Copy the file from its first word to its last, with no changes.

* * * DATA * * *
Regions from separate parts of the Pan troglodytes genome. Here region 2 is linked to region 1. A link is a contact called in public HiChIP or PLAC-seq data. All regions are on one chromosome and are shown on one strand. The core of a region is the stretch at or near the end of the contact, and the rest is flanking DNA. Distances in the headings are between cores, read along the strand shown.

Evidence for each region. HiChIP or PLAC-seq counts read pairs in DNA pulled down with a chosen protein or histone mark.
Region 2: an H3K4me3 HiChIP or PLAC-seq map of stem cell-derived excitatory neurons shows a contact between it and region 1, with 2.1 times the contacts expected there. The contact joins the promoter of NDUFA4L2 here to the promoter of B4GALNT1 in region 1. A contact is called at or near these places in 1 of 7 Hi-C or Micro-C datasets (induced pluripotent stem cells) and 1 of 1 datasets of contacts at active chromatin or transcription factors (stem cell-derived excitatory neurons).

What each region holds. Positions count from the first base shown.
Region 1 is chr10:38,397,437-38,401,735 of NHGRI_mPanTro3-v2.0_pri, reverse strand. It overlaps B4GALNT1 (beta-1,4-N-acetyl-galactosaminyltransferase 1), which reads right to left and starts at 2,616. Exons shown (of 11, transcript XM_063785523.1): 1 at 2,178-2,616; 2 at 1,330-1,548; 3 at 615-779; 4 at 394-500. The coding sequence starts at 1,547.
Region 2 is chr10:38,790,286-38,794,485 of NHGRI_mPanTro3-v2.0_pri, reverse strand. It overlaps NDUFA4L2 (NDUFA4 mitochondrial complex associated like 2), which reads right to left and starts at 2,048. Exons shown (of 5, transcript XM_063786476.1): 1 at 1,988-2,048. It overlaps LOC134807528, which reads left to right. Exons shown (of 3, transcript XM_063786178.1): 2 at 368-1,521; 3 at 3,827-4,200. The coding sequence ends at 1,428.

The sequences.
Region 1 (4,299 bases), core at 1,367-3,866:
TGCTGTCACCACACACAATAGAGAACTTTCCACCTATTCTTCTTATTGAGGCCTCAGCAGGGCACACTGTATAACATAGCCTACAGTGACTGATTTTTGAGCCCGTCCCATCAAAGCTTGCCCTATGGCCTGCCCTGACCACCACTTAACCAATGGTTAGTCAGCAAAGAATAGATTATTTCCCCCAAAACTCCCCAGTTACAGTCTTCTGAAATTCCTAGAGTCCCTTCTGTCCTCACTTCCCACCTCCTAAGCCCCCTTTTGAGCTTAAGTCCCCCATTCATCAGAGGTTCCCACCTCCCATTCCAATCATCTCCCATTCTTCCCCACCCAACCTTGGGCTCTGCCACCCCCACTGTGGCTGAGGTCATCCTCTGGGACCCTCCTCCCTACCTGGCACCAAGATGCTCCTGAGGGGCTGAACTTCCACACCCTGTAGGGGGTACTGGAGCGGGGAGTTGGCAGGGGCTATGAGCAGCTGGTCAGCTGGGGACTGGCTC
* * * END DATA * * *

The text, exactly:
Regions from separate parts of the Pan troglodytes genome. Here region 2 is linked to region 1. A link is a contact called in public HiChIP or PLAC-seq data. All regions are on one chromosome and are shown on one strand. The core of a region is the stretch at or near the end of the contact, and the rest is flanking DNA. Distances in the headings are between cores, read along the strand shown.

Evidence for each region. HiChIP or PLAC-seq counts read pairs in DNA pulled down with a chosen protein or histone mark.
Region 2: an H3K4me3 HiChIP or PLAC-seq map of stem cell-derived excitatory neurons shows a contact between it and region 1, with 2.1 times the contacts expected there. The contact joins the promoter of NDUFA4L2 here to the promoter of B4GALNT1 in region 1. A contact is called at or near these places in 1 of 7 Hi-C or Micro-C datasets (induced pluripotent stem cells) and 1 of 1 datasets of contacts at active chromatin or transcription factors (stem cell-derived excitatory neurons).

What each region holds. Positions count from the first base shown.
Region 1 is chr10:38,397,437-38,401,735 of NHGRI_mPanTro3-v2.0_pri, reverse strand. It overlaps B4GALNT1 (beta-1,4-N-acetyl-galactosaminyltransferase 1), which reads right to left and starts at 2,616. Exons shown (of 11, transcript XM_063785523.1): 1 at 2,178-2,616; 2 at 1,330-1,548; 3 at 615-779; 4 at 394-500. The coding sequence starts at 1,547.
Region 2 is chr10:38,790,286-38,794,485 of NHGRI_mPanTro3-v2.0_pri, reverse strand. It overlaps NDUFA4L2 (NDUFA4 mitochondrial complex associated like 2), which reads right to left and starts at 2,048. Exons shown (of 5, transcript XM_063786476.1): 1 at 1,988-2,048. It overlaps LOC134807528, which reads left to right. Exons shown (of 3, transcript XM_063786178.1): 2 at 368-1,521; 3 at 3,827-4,200. The coding sequence ends at 1,428.

The sequences.
Region 1 (4,299 bases), core at 1,367-3,866:
TGCTGTCACCACACACAATAGAGAACTTTCCACCTATTCTTCTTATTGAGGCCTCAGCAGGGCACACTGTATAACATAGCCTACAGTGACTGATTTTTGAGCCCGTCCCATCAAAGCTTGCCCTATGGCCTGCCCTGACCACCACTTAACCAATGGTTAGTCAGCAAAGAATAGATTATTTCCCCCAAAACTCCCCAGTTACAGTCTTCTGAAATTCCTAGAGTCCCTTCTGTCCTCACTTCCCACCTCCTAAGCCCCCTTTTGAGCTTAAGTCCCCCATTCATCAGAGGTTCCCACCTCCCATTCCAATCATCTCCCATTCTTCCCCACCCAACCTTGGGCTCTGCCACCCCCACTGTGGCTGAGGTCATCCTCTGGGACCCTCCTCCCTACCTGGCACCAAGATGCTCCTGAGGGGCTGAACTTCCACACCCTGTAGGGGGTACTGGAGCGGGGAGTTGGCAGGGGCTATGAGCAGCTGGTCAGCTGGGGACTGGCTC